A Pirate fan's five years of captivity in a cellar

Dog days of August

I’ve been here before. It’s the Dog Days of August. It’s hot. The excitement of a new season has turned into a day-to-day grind. This is the 20-mile mark of a marathon where you’ve run farther than you ever have before; you hurt like you never have before; and you’ve still got more than six miles to go! The cooler weather of a September pennant race seems like a lifetime away. These are not the days you triumph over; they are days that you must grit your teeth and push through it in order to survive.

Let’s not forget the fact that this has been an amazing season for the Pittsburgh Pirates. What began as a possible run at .500 somehow turned into a possible run for the division and the playoffs. Let’s not forget that a .500 record would be a 24-game improvement on last year’s record. Let’s not forget that this years Pirates are only 3 games away from equalling their win total for all of 2010.

Their current six-game losing streak has reflected a team that is depleted, tired, and, at times, over matched by superior pitching. (Or, even average pitching.) What’s the cause? It could be those two hot-weather losses in Atlanta that took thirty innings and involved a horrific, game-deciding umpire’s call. Perhaps the Buccos have had trouble shaking that off. Then they were destroyed by a machine called the Phillies. Facing Lee and Halladay after that Atlanta trip was a cruel joke. Since then, the hitting has gone further into a shell and even the pitching has begun to show wear and tear.

It sure feels as if the Pirates are on the edge of a cliff and a fall back to baseball reality and historic Pittsburgh baseball futility. I’ve come to the painful realization that our hitters are not in a slump. They just can’t hit. At least not this year. Lyle Overbay was a doubles machine and a stellar defensive first baseman, until this year. Last year, Neil Walker (.296), Andrew McCutchen (.286), and Jose Tabata (.299) were hitting the ball. Heck, even Lastings Milledge hit .277.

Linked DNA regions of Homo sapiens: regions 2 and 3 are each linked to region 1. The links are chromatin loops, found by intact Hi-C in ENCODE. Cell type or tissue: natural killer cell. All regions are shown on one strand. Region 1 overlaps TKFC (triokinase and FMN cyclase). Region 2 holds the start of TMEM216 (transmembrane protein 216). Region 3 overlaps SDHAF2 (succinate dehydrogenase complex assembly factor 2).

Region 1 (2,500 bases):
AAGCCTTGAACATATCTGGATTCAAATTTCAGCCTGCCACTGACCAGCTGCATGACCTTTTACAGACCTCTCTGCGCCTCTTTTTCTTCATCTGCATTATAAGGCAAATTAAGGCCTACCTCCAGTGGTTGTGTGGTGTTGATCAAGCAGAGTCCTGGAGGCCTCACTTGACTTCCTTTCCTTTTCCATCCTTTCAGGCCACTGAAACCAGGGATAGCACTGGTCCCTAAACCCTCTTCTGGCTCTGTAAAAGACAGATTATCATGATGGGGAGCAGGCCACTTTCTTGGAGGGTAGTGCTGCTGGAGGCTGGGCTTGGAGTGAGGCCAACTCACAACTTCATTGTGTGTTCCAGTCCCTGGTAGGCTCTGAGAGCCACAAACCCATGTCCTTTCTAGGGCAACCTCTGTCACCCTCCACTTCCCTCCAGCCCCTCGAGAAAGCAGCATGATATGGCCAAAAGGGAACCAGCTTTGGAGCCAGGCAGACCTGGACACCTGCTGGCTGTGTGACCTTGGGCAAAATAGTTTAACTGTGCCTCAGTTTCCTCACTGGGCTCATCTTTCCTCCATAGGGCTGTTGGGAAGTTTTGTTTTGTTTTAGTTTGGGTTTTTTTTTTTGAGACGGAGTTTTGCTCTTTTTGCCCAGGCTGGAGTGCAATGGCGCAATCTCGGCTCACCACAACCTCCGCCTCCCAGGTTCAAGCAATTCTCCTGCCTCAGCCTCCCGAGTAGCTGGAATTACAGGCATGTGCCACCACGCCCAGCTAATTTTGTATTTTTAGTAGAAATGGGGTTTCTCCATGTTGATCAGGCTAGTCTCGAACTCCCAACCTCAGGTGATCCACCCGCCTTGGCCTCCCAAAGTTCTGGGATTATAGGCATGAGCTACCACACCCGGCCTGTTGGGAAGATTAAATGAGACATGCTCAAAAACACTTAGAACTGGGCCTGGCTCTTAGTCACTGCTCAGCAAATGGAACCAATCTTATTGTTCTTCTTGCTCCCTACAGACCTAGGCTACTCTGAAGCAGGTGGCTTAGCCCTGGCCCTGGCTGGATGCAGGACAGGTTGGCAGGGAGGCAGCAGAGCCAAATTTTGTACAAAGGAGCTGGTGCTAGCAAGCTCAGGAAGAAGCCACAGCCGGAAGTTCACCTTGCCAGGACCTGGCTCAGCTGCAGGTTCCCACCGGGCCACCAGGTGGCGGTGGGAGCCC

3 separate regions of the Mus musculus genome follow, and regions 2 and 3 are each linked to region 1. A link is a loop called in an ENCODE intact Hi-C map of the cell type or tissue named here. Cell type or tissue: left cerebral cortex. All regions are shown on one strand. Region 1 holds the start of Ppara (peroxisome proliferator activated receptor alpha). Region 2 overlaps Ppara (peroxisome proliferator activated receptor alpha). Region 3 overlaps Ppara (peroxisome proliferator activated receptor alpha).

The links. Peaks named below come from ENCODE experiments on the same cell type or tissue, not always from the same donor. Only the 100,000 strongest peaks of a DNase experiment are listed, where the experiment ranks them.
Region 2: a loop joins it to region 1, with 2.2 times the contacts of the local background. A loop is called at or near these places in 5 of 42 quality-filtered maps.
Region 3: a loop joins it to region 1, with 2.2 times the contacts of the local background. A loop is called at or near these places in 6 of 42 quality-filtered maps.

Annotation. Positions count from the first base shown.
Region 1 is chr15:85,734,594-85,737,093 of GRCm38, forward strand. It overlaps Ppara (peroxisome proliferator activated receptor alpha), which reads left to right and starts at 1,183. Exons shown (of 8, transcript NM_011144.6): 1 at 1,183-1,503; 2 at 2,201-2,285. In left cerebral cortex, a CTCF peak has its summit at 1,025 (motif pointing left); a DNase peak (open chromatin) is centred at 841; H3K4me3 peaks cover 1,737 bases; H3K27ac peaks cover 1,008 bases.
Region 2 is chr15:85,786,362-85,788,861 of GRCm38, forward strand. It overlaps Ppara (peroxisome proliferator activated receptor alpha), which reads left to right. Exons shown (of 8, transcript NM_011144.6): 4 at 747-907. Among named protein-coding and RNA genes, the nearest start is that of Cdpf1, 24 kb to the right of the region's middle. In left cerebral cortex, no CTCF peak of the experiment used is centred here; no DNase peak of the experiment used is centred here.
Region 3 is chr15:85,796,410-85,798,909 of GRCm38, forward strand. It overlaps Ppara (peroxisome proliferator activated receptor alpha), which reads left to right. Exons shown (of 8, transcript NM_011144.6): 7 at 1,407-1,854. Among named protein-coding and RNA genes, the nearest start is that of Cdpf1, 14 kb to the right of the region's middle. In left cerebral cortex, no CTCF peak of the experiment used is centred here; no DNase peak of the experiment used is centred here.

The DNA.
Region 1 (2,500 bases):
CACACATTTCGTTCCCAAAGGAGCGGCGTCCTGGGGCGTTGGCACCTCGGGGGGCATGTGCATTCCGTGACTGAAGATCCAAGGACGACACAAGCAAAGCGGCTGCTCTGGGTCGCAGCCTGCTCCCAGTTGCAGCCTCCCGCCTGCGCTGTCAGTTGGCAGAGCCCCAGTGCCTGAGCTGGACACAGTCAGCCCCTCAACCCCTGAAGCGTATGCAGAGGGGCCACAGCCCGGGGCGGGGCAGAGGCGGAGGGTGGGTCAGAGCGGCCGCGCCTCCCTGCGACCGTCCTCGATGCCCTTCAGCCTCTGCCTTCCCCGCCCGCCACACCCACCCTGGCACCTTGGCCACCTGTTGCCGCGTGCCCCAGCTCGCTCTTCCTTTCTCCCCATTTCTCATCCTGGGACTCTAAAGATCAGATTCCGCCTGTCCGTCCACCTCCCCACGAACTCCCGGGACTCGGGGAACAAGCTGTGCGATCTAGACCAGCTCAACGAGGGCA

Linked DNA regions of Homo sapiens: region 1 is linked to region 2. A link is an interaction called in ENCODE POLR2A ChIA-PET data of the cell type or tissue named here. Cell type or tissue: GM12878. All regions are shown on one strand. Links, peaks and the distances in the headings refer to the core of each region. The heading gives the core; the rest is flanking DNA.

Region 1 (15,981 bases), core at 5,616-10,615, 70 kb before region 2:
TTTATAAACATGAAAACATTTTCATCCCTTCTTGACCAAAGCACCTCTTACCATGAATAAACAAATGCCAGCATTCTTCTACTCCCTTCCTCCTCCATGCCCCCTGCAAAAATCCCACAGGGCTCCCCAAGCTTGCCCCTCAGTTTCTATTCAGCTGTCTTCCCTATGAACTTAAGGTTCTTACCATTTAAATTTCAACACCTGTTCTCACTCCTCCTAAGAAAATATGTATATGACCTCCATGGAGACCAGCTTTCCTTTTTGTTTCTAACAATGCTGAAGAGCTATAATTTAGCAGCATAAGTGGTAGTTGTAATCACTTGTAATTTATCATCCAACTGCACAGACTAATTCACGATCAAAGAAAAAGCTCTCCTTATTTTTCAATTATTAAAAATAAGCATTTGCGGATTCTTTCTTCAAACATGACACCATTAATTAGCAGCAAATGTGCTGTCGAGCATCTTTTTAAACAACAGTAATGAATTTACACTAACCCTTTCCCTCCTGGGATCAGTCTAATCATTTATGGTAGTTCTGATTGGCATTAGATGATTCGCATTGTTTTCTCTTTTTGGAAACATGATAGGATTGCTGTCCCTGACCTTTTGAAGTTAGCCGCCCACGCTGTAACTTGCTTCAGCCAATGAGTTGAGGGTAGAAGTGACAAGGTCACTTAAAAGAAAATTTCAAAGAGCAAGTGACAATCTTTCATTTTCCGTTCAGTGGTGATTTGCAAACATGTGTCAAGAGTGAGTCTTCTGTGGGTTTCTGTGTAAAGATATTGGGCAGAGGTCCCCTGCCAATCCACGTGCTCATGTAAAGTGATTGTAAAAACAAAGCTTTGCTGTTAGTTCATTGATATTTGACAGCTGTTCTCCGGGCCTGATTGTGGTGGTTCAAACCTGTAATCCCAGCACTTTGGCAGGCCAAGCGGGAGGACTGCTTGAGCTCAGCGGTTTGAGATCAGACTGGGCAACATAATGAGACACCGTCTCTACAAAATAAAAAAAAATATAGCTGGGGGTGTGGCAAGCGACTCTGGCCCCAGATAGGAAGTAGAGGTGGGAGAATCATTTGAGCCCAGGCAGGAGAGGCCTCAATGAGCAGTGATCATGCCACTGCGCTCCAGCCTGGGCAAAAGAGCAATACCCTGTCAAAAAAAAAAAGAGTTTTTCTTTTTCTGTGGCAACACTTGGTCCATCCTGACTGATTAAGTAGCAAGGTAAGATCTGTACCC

This year, only Walker is hitting .280 or above. (Actually, .280 exactly.) At this point in the season, hoping for some kind of hitting resurgence is starting to seem unrealistic. It could be that only the rest of an off season is going to allow them to turn things around. If that’s the case, many a Pirate hitter must be kicking themselves. These kinds of seasons don’t come along that often in a major career unless you are Chipper Jones.

Sure, the pitching has been, for lack of a better word, heroic. Pitching has put the Pirates where they are. But three of our starters–Karstens, Morton, and McDonald–have already reached their career highs for innings pitched in a season. At six and a half games back, the Pirates need to make a move now. You can’t make up that kind of distance in one month. Before August is through, the Pirates will face the Brewers and Cardinals seven more times each. That should decide things. In order to make a move, the Pirates cannot split those games. They must win four or five teams against both teams.

Of bigger concern, however, is a more drastic swoon. That a six-game losing streak will turn into a much more damaging slide. I’d hate to see them destroy all the good will and fan support they have built. Pittsburgh baseball fans are still a bit neurotic. Any hard fall off of the bandwagon is only going to increase their future skepticism.

In other words, I’m hoping that the fading playoff hopes don’t dissuade this team from pressing on and surpassing the .500 mark this year. They can’t loosen their grips now. This is a dangerous point of the season. I fear that this is point where we shake it off and continue a magical run, or we plummet off the cliff of unrealistic expectations. The next two weeks will tell the tale.


One response

  1. Where ever they end up, at least they spent a portion of this summer being relevant. That sure hasn’t been the case in a long, long time.

    August 4, 2011 at 3:22 pm

Leave a Reply

Fill in your details below or click an icon to log in:

WordPress.com Logo

You are commenting using your WordPress.com account. Log Out /  Change )

Google+ photo

You are commenting using your Google+ account. Log Out /  Change )

Twitter picture

You are commenting using your Twitter account. Log Out /  Change )

Facebook photo

You are commenting using your Facebook account. Log Out /  Change )


Connecting to %s